Monday, October 17, 2016

The Glorious Return of The Hotel Bar

Gone are the days when ordering a drink at a hotel bar was an activity reserved for killing time. Hotel bars, even those at nicer properties, were for many years more or less homogenous, often featuring bland, conservative decor, canned music and a fairly predictable selection of beers, wines and cocktails – certainly not the sort of place you’d want to spend a Saturday night. But with craft cocktail culture taking hold in cities across the globe, it was only a matter of time before hotels began to take notice and get on board.

Today’s hotel bars harken back to the classic cocktail lounges of the 1940s and ‘50s, to the era of Conrad Hilton, when the music was live, everyone dressed to the nines, and bartenders reigned supreme.

Jared Bracci, resident mixologist at NoLo Bistro + Bar, The Stonehedge Hotel & Spa’s signature bar and restaurant, has created innovative bar menus for several local hotspots including M.C. Spiedo in Boston and Stella Blu in Nashua, N.H. He thinks hotel bars started getting their groove back with the launch of Starwood Hotels & Resorts’ W Hotels brand back in the late 1990s.

“Each W Hotel has a trendy restaurant and bar – some of them even have nightclubs,” Bracci says. “They were so good that [W Hotels’ bars] began attracting locals.”

As part of The Stonehedge Hotel & Spa’s recent renovations and rebranding, the former Left Bank Restaurant and bar have been completely reimagined and revamped under the name NoLo, short for North of Lowell — appealing to locals and hotel guests alike who appreciate inventive, hip, seasonally-inspired cocktails and cuisine.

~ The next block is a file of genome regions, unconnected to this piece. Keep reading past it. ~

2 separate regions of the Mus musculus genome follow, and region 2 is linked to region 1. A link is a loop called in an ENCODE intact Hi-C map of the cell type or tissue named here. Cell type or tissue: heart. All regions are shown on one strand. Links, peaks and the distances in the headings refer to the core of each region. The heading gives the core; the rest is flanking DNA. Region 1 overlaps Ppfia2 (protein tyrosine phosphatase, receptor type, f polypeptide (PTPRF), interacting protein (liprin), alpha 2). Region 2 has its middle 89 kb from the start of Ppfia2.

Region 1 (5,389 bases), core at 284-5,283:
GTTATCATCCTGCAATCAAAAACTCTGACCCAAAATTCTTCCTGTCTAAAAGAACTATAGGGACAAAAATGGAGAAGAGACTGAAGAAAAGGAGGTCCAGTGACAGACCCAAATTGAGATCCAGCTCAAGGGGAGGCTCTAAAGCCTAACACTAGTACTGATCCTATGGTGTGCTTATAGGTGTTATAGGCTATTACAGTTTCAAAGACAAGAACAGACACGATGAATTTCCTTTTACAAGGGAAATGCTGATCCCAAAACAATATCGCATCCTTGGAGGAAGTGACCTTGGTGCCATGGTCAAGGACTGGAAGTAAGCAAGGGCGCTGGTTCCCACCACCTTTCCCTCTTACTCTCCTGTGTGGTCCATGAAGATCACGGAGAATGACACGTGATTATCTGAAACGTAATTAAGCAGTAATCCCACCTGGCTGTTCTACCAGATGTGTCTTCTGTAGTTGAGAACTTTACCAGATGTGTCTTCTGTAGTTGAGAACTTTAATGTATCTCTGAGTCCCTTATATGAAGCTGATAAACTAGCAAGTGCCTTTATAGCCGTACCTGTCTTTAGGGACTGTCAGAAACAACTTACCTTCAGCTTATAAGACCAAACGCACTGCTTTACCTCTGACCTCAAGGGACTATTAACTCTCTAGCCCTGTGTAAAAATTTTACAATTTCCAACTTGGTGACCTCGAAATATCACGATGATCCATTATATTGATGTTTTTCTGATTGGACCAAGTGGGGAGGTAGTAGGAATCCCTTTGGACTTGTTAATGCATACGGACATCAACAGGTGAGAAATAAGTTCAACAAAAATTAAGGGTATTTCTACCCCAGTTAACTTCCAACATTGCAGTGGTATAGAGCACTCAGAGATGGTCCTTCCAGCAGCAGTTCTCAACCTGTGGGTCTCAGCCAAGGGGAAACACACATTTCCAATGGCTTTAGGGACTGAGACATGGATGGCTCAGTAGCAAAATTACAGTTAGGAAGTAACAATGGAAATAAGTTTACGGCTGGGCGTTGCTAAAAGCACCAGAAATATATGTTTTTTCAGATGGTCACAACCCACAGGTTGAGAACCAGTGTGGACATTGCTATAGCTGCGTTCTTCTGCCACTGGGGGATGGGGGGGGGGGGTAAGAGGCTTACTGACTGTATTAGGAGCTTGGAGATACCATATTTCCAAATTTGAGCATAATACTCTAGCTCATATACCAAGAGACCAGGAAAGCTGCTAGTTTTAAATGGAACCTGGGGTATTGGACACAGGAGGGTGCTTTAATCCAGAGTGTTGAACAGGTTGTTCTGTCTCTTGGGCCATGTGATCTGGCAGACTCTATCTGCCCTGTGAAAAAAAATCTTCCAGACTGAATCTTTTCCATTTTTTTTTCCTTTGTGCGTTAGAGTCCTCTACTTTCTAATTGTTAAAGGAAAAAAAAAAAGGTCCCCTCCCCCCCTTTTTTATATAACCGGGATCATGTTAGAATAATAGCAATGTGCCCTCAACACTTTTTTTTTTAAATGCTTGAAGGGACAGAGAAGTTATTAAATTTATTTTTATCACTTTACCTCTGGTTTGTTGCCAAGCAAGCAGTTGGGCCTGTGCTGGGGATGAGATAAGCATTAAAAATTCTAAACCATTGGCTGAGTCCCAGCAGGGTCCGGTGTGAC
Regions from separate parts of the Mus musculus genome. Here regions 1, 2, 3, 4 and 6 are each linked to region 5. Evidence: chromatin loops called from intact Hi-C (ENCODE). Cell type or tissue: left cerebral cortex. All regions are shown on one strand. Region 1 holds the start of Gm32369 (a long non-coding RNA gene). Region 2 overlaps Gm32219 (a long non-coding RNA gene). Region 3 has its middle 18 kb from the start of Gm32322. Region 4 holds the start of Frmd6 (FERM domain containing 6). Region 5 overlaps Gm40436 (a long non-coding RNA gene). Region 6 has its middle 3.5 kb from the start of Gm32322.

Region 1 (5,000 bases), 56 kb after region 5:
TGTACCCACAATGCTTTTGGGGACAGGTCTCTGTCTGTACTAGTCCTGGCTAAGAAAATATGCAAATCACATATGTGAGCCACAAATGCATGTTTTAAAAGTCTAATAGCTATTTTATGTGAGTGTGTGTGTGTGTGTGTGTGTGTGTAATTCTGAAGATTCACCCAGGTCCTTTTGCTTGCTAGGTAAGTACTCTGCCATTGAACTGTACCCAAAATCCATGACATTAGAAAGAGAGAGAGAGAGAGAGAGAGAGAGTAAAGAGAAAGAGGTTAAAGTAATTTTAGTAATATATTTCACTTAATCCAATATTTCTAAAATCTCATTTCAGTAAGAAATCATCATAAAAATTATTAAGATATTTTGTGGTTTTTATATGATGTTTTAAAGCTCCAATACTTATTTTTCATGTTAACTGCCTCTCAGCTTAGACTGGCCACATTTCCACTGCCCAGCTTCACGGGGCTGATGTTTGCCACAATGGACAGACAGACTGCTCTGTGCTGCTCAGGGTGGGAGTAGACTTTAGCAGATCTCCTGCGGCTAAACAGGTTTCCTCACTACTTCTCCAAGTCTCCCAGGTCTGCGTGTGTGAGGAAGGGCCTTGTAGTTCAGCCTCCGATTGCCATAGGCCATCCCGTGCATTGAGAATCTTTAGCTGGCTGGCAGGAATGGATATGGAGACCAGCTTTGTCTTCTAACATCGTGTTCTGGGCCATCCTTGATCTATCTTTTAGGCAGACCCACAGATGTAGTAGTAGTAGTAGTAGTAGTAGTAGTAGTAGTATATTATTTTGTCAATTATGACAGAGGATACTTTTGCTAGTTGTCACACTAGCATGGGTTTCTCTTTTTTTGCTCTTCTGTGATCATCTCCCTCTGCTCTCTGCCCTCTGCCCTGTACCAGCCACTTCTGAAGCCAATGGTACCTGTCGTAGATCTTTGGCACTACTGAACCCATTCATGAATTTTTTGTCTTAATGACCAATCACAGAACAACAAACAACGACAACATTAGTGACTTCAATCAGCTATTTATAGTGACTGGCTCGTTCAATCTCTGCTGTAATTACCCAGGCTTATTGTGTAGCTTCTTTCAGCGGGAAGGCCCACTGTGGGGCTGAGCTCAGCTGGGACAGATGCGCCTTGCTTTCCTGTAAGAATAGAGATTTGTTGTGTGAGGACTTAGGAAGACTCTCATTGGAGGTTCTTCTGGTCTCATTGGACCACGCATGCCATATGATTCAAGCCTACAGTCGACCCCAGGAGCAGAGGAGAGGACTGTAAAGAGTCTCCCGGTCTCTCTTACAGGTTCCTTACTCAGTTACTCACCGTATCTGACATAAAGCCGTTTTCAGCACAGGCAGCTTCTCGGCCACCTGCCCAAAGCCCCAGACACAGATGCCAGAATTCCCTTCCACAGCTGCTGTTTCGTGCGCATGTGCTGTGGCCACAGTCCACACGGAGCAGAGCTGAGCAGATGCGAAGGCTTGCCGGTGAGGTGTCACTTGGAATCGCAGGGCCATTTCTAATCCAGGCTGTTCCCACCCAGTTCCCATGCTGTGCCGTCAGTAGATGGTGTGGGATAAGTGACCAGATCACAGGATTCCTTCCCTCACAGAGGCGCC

“Customers these days expect better quality than in the past,” says Bracci, whose goal is to bring Boston-style urban sophistication to the bar while also helping NoLo develop a unique regional identity and character.

“Our cocktail menu is based on the Merrimack Valley,” Bracci says. “We use as many locally made spirits as we can get our hands on, and many of our signature drinks are named after notable people from the region.”

“Betty Davis Eyes” (muddled blueberries, Ciroc apple, Bitter Truth Violet Liqueur, cranberry juice, soda, apple wedge) and “Daniel Webster’s Mule” (Tito’s Vodka, fresh lime juice, ginger beer) are just two examples from Bracci’s cocktail menu.

“I think the quality of the locally made spirits we use is much better than what hotel bars have used in the past,” says Bracci. “In addition to our new cocktails, we can make old fashioned drinks much better quality, too. That’s another reason hotel bars are better these days. Better ingredients make superior cocktails.”

Follow The Stonehedge Hotel & Spa on Facebook to find out what Jared will be shaking up next:

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